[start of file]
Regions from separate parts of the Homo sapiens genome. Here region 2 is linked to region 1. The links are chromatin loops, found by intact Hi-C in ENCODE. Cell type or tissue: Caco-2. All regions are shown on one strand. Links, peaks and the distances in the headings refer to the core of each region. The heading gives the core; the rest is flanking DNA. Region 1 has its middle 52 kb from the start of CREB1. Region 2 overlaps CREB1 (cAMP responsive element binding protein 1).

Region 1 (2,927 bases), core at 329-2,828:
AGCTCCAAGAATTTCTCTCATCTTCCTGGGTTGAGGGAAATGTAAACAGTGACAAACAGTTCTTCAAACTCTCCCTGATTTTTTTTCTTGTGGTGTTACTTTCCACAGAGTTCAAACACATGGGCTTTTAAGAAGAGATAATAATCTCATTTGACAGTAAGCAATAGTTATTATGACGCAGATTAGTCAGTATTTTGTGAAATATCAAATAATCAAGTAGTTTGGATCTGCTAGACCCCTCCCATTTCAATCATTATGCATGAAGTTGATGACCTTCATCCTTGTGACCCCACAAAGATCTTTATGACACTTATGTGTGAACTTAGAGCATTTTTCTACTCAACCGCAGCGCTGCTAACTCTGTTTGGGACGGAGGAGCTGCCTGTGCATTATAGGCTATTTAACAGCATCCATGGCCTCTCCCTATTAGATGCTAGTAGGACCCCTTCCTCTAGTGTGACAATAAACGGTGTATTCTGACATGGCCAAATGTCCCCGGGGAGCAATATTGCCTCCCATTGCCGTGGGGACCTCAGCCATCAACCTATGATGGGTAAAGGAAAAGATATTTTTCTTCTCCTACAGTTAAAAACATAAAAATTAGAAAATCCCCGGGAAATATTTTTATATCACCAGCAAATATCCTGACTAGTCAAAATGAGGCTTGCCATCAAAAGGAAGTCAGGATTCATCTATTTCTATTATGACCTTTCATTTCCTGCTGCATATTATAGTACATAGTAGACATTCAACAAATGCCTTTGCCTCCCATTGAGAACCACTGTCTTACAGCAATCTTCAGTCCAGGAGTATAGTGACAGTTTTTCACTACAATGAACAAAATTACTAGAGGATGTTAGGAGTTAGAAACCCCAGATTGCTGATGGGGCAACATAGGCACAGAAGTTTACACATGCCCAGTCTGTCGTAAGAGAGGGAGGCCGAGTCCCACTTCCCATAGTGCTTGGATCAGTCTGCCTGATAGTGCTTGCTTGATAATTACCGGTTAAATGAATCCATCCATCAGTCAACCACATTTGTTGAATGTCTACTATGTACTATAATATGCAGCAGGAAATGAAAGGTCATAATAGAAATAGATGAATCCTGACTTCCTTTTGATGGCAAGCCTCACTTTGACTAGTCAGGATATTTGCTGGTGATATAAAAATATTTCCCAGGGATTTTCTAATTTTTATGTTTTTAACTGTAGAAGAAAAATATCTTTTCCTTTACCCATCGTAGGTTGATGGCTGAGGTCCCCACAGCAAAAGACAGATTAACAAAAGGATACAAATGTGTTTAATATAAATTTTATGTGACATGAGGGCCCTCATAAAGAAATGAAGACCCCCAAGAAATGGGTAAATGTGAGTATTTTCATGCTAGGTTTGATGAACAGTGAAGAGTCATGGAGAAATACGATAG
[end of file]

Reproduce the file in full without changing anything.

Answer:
Regions from separate parts of the Homo sapiens genome. Here region 2 is linked to region 1. The links are chromatin loops, found by intact Hi-C in ENCODE. Cell type or tissue: Caco-2. All regions are shown on one strand. Links, peaks and the distances in the headings refer to the core of each region. The heading gives the core; the rest is flanking DNA. Region 1 has its middle 52 kb from the start of CREB1. Region 2 overlaps CREB1 (cAMP responsive element binding protein 1).

Region 1 (2,927 bases), core at 329-2,828:
AGCTCCAAGAATTTCTCTCATCTTCCTGGGTTGAGGGAAATGTAAACAGTGACAAACAGTTCTTCAAACTCTCCCTGATTTTTTTTCTTGTGGTGTTACTTTCCACAGAGTTCAAACACATGGGCTTTTAAGAAGAGATAATAATCTCATTTGACAGTAAGCAATAGTTATTATGACGCAGATTAGTCAGTATTTTGTGAAATATCAAATAATCAAGTAGTTTGGATCTGCTAGACCCCTCCCATTTCAATCATTATGCATGAAGTTGATGACCTTCATCCTTGTGACCCCACAAAGATCTTTATGACACTTATGTGTGAACTTAGAGCATTTTTCTACTCAACCGCAGCGCTGCTAACTCTGTTTGGGACGGAGGAGCTGCCTGTGCATTATAGGCTATTTAACAGCATCCATGGCCTCTCCCTATTAGATGCTAGTAGGACCCCTTCCTCTAGTGTGACAATAAACGGTGTATTCTGACATGGCCAAATGTCCCCGGGGAGCAATATTGCCTCCCATTGCCGTGGGGACCTCAGCCATCAACCTATGATGGGTAAAGGAAAAGATATTTTTCTTCTCCTACAGTTAAAAACATAAAAATTAGAAAATCCCCGGGAAATATTTTTATATCACCAGCAAATATCCTGACTAGTCAAAATGAGGCTTGCCATCAAAAGGAAGTCAGGATTCATCTATTTCTATTATGACCTTTCATTTCCTGCTGCATATTATAGTACATAGTAGACATTCAACAAATGCCTTTGCCTCCCATTGAGAACCACTGTCTTACAGCAATCTTCAGTCCAGGAGTATAGTGACAGTTTTTCACTACAATGAACAAAATTACTAGAGGATGTTAGGAGTTAGAAACCCCAGATTGCTGATGGGGCAACATAGGCACAGAAGTTTACACATGCCCAGTCTGTCGTAAGAGAGGGAGGCCGAGTCCCACTTCCCATAGTGCTTGGATCAGTCTGCCTGATAGTGCTTGCTTGATAATTACCGGTTAAATGAATCCATCCATCAGTCAACCACATTTGTTGAATGTCTACTATGTACTATAATATGCAGCAGGAAATGAAAGGTCATAATAGAAATAGATGAATCCTGACTTCCTTTTGATGGCAAGCCTCACTTTGACTAGTCAGGATATTTGCTGGTGATATAAAAATATTTCCCAGGGATTTTCTAATTTTTATGTTTTTAACTGTAGAAGAAAAATATCTTTTCCTTTACCCATCGTAGGTTGATGGCTGAGGTCCCCACAGCAAAAGACAGATTAACAAAAGGATACAAATGTGTTTAATATAAATTTTATGTGACATGAGGGCCCTCATAAAGAAATGAAGACCCCCAAGAAATGGGTAAATGTGAGTATTTTCATGCTAGGTTTGATGAACAGTGAAGAGTCATGGAGAAATACGATAG